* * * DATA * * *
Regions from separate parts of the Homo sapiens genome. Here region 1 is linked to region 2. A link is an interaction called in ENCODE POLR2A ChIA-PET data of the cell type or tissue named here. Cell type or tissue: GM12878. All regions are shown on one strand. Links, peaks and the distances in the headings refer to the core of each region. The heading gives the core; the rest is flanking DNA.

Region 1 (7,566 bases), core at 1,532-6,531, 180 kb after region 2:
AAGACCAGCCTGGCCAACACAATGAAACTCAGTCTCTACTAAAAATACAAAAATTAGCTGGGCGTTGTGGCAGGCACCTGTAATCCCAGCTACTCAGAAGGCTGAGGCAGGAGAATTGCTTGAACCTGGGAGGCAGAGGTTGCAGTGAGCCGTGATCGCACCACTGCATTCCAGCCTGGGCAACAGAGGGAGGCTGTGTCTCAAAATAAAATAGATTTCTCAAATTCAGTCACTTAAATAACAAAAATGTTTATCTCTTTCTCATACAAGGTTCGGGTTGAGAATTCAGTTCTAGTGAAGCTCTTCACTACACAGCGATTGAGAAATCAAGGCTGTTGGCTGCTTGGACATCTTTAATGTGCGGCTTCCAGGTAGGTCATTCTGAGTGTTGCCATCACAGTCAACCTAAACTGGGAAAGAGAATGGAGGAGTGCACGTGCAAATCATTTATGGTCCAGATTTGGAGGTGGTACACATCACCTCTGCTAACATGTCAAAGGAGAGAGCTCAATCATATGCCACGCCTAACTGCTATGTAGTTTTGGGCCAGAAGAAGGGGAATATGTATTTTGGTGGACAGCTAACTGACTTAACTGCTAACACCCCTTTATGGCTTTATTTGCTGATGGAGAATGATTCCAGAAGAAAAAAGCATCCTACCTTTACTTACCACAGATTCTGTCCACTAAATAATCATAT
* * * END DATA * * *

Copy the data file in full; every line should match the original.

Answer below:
Regions from separate parts of the Homo sapiens genome. Here region 1 is linked to region 2. A link is an interaction called in ENCODE POLR2A ChIA-PET data of the cell type or tissue named here. Cell type or tissue: GM12878. All regions are shown on one strand. Links, peaks and the distances in the headings refer to the core of each region. The heading gives the core; the rest is flanking DNA.

Region 1 (7,566 bases), core at 1,532-6,531, 180 kb after region 2:
AAGACCAGCCTGGCCAACACAATGAAACTCAGTCTCTACTAAAAATACAAAAATTAGCTGGGCGTTGTGGCAGGCACCTGTAATCCCAGCTACTCAGAAGGCTGAGGCAGGAGAATTGCTTGAACCTGGGAGGCAGAGGTTGCAGTGAGCCGTGATCGCACCACTGCATTCCAGCCTGGGCAACAGAGGGAGGCTGTGTCTCAAAATAAAATAGATTTCTCAAATTCAGTCACTTAAATAACAAAAATGTTTATCTCTTTCTCATACAAGGTTCGGGTTGAGAATTCAGTTCTAGTGAAGCTCTTCACTACACAGCGATTGAGAAATCAAGGCTGTTGGCTGCTTGGACATCTTTAATGTGCGGCTTCCAGGTAGGTCATTCTGAGTGTTGCCATCACAGTCAACCTAAACTGGGAAAGAGAATGGAGGAGTGCACGTGCAAATCATTTATGGTCCAGATTTGGAGGTGGTACACATCACCTCTGCTAACATGTCAAAGGAGAGAGCTCAATCATATGCCACGCCTAACTGCTATGTAGTTTTGGGCCAGAAGAAGGGGAATATGTATTTTGGTGGACAGCTAACTGACTTAACTGCTAACACCCCTTTATGGCTTTATTTGCTGATGGAGAATGATTCCAGAAGAAAAAAGCATCCTACCTTTACTTACCACAGATTCTGTCCACTAAATAATCATAT